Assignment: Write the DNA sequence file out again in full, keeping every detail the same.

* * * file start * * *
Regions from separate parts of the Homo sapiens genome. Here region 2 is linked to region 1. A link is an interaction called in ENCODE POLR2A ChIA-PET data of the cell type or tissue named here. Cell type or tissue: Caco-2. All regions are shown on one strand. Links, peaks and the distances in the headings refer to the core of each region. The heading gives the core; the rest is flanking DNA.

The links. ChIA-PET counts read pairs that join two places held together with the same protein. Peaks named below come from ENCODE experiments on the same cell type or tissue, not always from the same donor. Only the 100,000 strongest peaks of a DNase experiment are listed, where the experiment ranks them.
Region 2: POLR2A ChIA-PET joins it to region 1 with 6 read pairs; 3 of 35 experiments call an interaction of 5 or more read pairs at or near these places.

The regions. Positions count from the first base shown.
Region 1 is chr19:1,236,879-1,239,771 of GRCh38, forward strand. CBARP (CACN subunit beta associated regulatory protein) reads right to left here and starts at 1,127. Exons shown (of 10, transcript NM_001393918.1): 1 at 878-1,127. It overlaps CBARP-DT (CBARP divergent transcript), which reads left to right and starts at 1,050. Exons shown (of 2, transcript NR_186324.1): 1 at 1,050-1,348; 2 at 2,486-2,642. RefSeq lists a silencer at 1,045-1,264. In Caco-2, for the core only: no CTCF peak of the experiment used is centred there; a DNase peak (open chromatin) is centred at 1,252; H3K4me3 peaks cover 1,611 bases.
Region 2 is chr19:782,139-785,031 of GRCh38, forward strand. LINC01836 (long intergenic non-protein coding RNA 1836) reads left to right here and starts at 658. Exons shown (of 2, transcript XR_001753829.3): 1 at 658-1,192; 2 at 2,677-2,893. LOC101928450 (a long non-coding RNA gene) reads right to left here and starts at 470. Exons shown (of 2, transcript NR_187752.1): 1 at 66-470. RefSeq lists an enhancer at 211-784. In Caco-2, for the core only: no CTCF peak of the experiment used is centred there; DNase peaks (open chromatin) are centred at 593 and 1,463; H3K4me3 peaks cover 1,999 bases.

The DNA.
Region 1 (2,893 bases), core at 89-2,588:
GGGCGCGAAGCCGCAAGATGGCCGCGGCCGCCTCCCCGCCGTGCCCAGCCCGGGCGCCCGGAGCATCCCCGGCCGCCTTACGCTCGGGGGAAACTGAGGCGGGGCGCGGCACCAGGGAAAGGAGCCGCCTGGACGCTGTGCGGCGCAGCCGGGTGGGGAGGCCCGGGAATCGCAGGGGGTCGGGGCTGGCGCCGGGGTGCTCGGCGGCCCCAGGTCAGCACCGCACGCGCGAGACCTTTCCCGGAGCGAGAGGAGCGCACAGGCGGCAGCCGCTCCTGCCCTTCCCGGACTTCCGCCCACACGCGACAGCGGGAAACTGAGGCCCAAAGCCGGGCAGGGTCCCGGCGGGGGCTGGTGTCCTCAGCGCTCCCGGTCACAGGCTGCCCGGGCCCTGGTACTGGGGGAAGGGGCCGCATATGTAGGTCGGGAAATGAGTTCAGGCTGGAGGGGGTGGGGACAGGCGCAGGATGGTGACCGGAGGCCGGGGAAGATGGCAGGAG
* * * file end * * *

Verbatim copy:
Regions from separate parts of the Homo sapiens genome. Here region 2 is linked to region 1. A link is an interaction called in ENCODE POLR2A ChIA-PET data of the cell type or tissue named here. Cell type or tissue: Caco-2. All regions are shown on one strand. Links, peaks and the distances in the headings refer to the core of each region. The heading gives the core; the rest is flanking DNA.

The links. ChIA-PET counts read pairs that join two places held together with the same protein. Peaks named below come from ENCODE experiments on the same cell type or tissue, not always from the same donor. Only the 100,000 strongest peaks of a DNase experiment are listed, where the experiment ranks them.
Region 2: POLR2A ChIA-PET joins it to region 1 with 6 read pairs; 3 of 35 experiments call an interaction of 5 or more read pairs at or near these places.

The regions. Positions count from the first base shown.
Region 1 is chr19:1,236,879-1,239,771 of GRCh38, forward strand. CBARP (CACN subunit beta associated regulatory protein) reads right to left here and starts at 1,127. Exons shown (of 10, transcript NM_001393918.1): 1 at 878-1,127. It overlaps CBARP-DT (CBARP divergent transcript), which reads left to right and starts at 1,050. Exons shown (of 2, transcript NR_186324.1): 1 at 1,050-1,348; 2 at 2,486-2,642. RefSeq lists a silencer at 1,045-1,264. In Caco-2, for the core only: no CTCF peak of the experiment used is centred there; a DNase peak (open chromatin) is centred at 1,252; H3K4me3 peaks cover 1,611 bases.
Region 2 is chr19:782,139-785,031 of GRCh38, forward strand. LINC01836 (long intergenic non-protein coding RNA 1836) reads left to right here and starts at 658. Exons shown (of 2, transcript XR_001753829.3): 1 at 658-1,192; 2 at 2,677-2,893. LOC101928450 (a long non-coding RNA gene) reads right to left here and starts at 470. Exons shown (of 2, transcript NR_187752.1): 1 at 66-470. RefSeq lists an enhancer at 211-784. In Caco-2, for the core only: no CTCF peak of the experiment used is centred there; DNase peaks (open chromatin) are centred at 593 and 1,463; H3K4me3 peaks cover 1,999 bases.

The DNA.
Region 1 (2,893 bases), core at 89-2,588:
GGGCGCGAAGCCGCAAGATGGCCGCGGCCGCCTCCCCGCCGTGCCCAGCCCGGGCGCCCGGAGCATCCCCGGCCGCCTTACGCTCGGGGGAAACTGAGGCGGGGCGCGGCACCAGGGAAAGGAGCCGCCTGGACGCTGTGCGGCGCAGCCGGGTGGGGAGGCCCGGGAATCGCAGGGGGTCGGGGCTGGCGCCGGGGTGCTCGGCGGCCCCAGGTCAGCACCGCACGCGCGAGACCTTTCCCGGAGCGAGAGGAGCGCACAGGCGGCAGCCGCTCCTGCCCTTCCCGGACTTCCGCCCACACGCGACAGCGGGAAACTGAGGCCCAAAGCCGGGCAGGGTCCCGGCGGGGGCTGGTGTCCTCAGCGCTCCCGGTCACAGGCTGCCCGGGCCCTGGTACTGGGGGAAGGGGCCGCATATGTAGGTCGGGAAATGAGTTCAGGCTGGAGGGGGTGGGGACAGGCGCAGGATGGTGACCGGAGGCCGGGGAAGATGGCAGGAG